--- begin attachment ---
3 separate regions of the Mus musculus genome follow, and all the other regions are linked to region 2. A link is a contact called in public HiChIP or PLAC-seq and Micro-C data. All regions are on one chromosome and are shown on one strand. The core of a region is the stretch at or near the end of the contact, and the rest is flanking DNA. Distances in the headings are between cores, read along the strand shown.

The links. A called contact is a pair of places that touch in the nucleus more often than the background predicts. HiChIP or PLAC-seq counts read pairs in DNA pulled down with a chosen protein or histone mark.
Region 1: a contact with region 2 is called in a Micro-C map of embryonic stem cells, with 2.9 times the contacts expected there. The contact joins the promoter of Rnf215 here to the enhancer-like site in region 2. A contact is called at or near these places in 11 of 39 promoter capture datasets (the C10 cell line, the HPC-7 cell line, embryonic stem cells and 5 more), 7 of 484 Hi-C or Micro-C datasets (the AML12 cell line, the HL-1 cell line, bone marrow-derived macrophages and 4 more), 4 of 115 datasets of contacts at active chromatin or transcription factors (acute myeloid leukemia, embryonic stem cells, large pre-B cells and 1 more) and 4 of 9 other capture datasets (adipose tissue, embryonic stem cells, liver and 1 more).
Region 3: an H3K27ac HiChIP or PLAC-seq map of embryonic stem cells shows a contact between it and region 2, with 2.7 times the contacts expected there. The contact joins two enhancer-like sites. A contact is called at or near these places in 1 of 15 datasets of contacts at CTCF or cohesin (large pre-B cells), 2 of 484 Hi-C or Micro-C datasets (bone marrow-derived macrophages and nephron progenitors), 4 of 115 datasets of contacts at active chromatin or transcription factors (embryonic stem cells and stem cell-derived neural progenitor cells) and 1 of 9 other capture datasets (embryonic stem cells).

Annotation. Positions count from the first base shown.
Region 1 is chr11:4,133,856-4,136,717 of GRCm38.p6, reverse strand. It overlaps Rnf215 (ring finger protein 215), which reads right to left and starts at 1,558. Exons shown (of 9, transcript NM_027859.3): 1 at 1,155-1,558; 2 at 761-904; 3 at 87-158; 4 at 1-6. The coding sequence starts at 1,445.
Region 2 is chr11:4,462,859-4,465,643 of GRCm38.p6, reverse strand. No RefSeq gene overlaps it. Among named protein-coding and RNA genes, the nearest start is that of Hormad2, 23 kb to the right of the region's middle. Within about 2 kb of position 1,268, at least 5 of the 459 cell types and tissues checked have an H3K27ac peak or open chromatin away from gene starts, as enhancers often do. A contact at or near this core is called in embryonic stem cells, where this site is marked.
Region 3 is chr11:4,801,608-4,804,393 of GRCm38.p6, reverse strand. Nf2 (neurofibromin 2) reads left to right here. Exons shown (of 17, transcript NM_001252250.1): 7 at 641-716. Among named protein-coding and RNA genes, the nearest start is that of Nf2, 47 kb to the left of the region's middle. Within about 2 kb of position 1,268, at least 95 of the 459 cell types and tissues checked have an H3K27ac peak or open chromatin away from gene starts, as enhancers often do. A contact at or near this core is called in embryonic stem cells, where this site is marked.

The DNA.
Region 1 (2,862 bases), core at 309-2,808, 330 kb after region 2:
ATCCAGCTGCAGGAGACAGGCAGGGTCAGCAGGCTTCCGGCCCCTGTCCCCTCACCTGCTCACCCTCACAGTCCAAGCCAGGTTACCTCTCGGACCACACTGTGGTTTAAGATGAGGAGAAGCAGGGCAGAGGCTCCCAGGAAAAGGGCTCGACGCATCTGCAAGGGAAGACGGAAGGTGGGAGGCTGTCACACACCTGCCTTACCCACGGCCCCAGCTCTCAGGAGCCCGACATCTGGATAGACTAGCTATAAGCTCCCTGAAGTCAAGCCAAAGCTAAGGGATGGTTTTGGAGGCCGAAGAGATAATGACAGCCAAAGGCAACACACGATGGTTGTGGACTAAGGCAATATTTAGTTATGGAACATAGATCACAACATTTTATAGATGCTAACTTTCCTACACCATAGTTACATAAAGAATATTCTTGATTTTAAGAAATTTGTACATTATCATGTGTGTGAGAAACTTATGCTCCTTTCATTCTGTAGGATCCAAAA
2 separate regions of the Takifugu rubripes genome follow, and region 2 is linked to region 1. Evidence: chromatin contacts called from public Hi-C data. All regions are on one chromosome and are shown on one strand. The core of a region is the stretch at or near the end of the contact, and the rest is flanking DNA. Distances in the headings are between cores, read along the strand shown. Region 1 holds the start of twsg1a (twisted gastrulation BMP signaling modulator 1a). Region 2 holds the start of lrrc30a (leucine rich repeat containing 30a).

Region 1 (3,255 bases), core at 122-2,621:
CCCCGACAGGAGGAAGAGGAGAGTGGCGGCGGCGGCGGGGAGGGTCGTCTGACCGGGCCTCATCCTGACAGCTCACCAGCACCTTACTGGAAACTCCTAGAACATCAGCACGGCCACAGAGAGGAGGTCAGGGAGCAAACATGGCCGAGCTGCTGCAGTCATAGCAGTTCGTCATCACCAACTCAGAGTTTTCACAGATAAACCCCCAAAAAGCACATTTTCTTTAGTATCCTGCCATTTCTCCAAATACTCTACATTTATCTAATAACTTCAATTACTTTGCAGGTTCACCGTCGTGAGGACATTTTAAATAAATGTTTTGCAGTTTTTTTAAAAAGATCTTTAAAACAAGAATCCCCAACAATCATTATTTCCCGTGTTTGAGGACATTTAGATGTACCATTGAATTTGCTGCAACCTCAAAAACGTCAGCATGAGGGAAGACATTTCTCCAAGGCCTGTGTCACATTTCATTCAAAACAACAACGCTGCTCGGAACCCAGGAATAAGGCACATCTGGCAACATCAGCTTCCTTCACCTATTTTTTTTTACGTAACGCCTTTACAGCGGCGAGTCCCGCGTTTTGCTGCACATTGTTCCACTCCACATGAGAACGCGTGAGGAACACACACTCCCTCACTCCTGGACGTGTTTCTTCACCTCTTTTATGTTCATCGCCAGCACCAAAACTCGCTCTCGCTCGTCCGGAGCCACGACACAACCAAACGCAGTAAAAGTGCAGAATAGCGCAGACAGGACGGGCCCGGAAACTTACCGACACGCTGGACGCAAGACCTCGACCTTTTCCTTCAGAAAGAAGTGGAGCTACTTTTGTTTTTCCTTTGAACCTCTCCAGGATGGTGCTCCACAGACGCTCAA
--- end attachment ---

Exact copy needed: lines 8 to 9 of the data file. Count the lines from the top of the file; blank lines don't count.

Region 3 is chr11:4,801,608-4,804,393 of GRCm38.p6, reverse strand. Nf2 (neurofibromin 2) reads left to right here. Exons shown (of 17, transcript NM_001252250.1): 7 at 641-716. Among named protein-coding and RNA genes, the nearest start is that of Nf2, 47 kb to the left of the region's middle. Within about 2 kb of position 1,268, at least 95 of the 459 cell types and tissues checked have an H3K27ac peak or open chromatin away from gene starts, as enhancers often do. A contact at or near this core is called in embryonic stem cells, where this site is marked.

The DNA.